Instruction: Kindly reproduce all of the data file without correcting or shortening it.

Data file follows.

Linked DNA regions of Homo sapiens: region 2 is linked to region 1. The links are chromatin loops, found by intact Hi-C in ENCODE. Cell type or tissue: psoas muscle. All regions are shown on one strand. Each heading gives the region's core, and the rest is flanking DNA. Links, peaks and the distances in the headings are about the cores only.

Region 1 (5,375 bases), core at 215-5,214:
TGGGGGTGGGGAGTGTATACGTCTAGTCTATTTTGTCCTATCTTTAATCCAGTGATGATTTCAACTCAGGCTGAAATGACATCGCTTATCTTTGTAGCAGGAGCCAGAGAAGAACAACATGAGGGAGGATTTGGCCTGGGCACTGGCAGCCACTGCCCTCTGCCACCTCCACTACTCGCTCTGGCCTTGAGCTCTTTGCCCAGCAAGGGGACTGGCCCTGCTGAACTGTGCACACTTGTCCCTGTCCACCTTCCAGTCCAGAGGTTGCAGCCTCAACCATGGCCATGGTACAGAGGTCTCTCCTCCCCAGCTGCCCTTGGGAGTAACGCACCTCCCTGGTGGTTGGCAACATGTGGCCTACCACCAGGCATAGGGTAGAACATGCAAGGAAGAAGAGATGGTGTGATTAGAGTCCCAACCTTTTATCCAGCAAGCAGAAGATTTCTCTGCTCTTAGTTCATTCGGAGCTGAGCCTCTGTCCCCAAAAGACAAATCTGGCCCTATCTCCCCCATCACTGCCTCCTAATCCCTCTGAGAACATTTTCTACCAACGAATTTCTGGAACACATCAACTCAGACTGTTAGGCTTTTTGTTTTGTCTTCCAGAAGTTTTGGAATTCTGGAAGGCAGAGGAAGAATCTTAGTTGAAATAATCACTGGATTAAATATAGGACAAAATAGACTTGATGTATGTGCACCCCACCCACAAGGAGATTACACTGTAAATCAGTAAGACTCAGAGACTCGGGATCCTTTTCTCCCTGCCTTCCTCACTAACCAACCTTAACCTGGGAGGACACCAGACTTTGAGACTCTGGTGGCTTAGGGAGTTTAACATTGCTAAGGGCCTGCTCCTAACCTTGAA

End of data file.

Linked DNA regions of Homo sapiens: region 2 is linked to region 1. The links are chromatin loops, found by intact Hi-C in ENCODE. Cell type or tissue: psoas muscle. All regions are shown on one strand. Each heading gives the region's core, and the rest is flanking DNA. Links, peaks and the distances in the headings are about the cores only.

Region 1 (5,375 bases), core at 215-5,214:
TGGGGGTGGGGAGTGTATACGTCTAGTCTATTTTGTCCTATCTTTAATCCAGTGATGATTTCAACTCAGGCTGAAATGACATCGCTTATCTTTGTAGCAGGAGCCAGAGAAGAACAACATGAGGGAGGATTTGGCCTGGGCACTGGCAGCCACTGCCCTCTGCCACCTCCACTACTCGCTCTGGCCTTGAGCTCTTTGCCCAGCAAGGGGACTGGCCCTGCTGAACTGTGCACACTTGTCCCTGTCCACCTTCCAGTCCAGAGGTTGCAGCCTCAACCATGGCCATGGTACAGAGGTCTCTCCTCCCCAGCTGCCCTTGGGAGTAACGCACCTCCCTGGTGGTTGGCAACATGTGGCCTACCACCAGGCATAGGGTAGAACATGCAAGGAAGAAGAGATGGTGTGATTAGAGTCCCAACCTTTTATCCAGCAAGCAGAAGATTTCTCTGCTCTTAGTTCATTCGGAGCTGAGCCTCTGTCCCCAAAAGACAAATCTGGCCCTATCTCCCCCATCACTGCCTCCTAATCCCTCTGAGAACATTTTCTACCAACGAATTTCTGGAACACATCAACTCAGACTGTTAGGCTTTTTGTTTTGTCTTCCAGAAGTTTTGGAATTCTGGAAGGCAGAGGAAGAATCTTAGTTGAAATAATCACTGGATTAAATATAGGACAAAATAGACTTGATGTATGTGCACCCCACCCACAAGGAGATTACACTGTAAATCAGTAAGACTCAGAGACTCGGGATCCTTTTCTCCCTGCCTTCCTCACTAACCAACCTTAACCTGGGAGGACACCAGACTTTGAGACTCTGGTGGCTTAGGGAGTTTAACATTGCTAAGGGCCTGCTCCTAACCTTGAA